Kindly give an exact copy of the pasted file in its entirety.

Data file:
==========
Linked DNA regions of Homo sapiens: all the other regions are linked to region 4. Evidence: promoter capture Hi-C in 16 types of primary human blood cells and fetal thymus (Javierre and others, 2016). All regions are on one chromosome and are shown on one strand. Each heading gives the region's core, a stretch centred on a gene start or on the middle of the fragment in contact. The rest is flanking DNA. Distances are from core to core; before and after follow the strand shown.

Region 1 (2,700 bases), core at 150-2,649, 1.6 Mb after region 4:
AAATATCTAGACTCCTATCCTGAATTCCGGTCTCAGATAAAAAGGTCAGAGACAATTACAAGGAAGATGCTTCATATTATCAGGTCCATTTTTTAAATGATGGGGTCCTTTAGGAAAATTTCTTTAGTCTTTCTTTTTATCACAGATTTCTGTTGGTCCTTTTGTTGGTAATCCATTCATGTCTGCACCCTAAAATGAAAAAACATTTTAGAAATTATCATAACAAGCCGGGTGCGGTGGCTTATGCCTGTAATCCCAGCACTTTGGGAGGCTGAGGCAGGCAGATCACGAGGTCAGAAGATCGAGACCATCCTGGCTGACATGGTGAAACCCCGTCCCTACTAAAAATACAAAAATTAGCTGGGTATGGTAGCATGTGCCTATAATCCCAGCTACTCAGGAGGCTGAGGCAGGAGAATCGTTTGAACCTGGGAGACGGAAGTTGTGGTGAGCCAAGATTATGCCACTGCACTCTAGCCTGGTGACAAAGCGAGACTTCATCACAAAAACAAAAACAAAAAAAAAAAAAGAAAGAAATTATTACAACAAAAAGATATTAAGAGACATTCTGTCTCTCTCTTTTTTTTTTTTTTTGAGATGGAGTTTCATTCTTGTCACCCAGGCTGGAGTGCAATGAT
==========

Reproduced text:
Linked DNA regions of Homo sapiens: all the other regions are linked to region 4. Evidence: promoter capture Hi-C in 16 types of primary human blood cells and fetal thymus (Javierre and others, 2016). All regions are on one chromosome and are shown on one strand. Each heading gives the region's core, a stretch centred on a gene start or on the middle of the fragment in contact. The rest is flanking DNA. Distances are from core to core; before and after follow the strand shown.

Region 1 (2,700 bases), core at 150-2,649, 1.6 Mb after region 4:
AAATATCTAGACTCCTATCCTGAATTCCGGTCTCAGATAAAAAGGTCAGAGACAATTACAAGGAAGATGCTTCATATTATCAGGTCCATTTTTTAAATGATGGGGTCCTTTAGGAAAATTTCTTTAGTCTTTCTTTTTATCACAGATTTCTGTTGGTCCTTTTGTTGGTAATCCATTCATGTCTGCACCCTAAAATGAAAAAACATTTTAGAAATTATCATAACAAGCCGGGTGCGGTGGCTTATGCCTGTAATCCCAGCACTTTGGGAGGCTGAGGCAGGCAGATCACGAGGTCAGAAGATCGAGACCATCCTGGCTGACATGGTGAAACCCCGTCCCTACTAAAAATACAAAAATTAGCTGGGTATGGTAGCATGTGCCTATAATCCCAGCTACTCAGGAGGCTGAGGCAGGAGAATCGTTTGAACCTGGGAGACGGAAGTTGTGGTGAGCCAAGATTATGCCACTGCACTCTAGCCTGGTGACAAAGCGAGACTTCATCACAAAAACAAAAACAAAAAAAAAAAAAGAAAGAAATTATTACAACAAAAAGATATTAAGAGACATTCTGTCTCTCTCTTTTTTTTTTTTTTTGAGATGGAGTTTCATTCTTGTCACCCAGGCTGGAGTGCAATGAT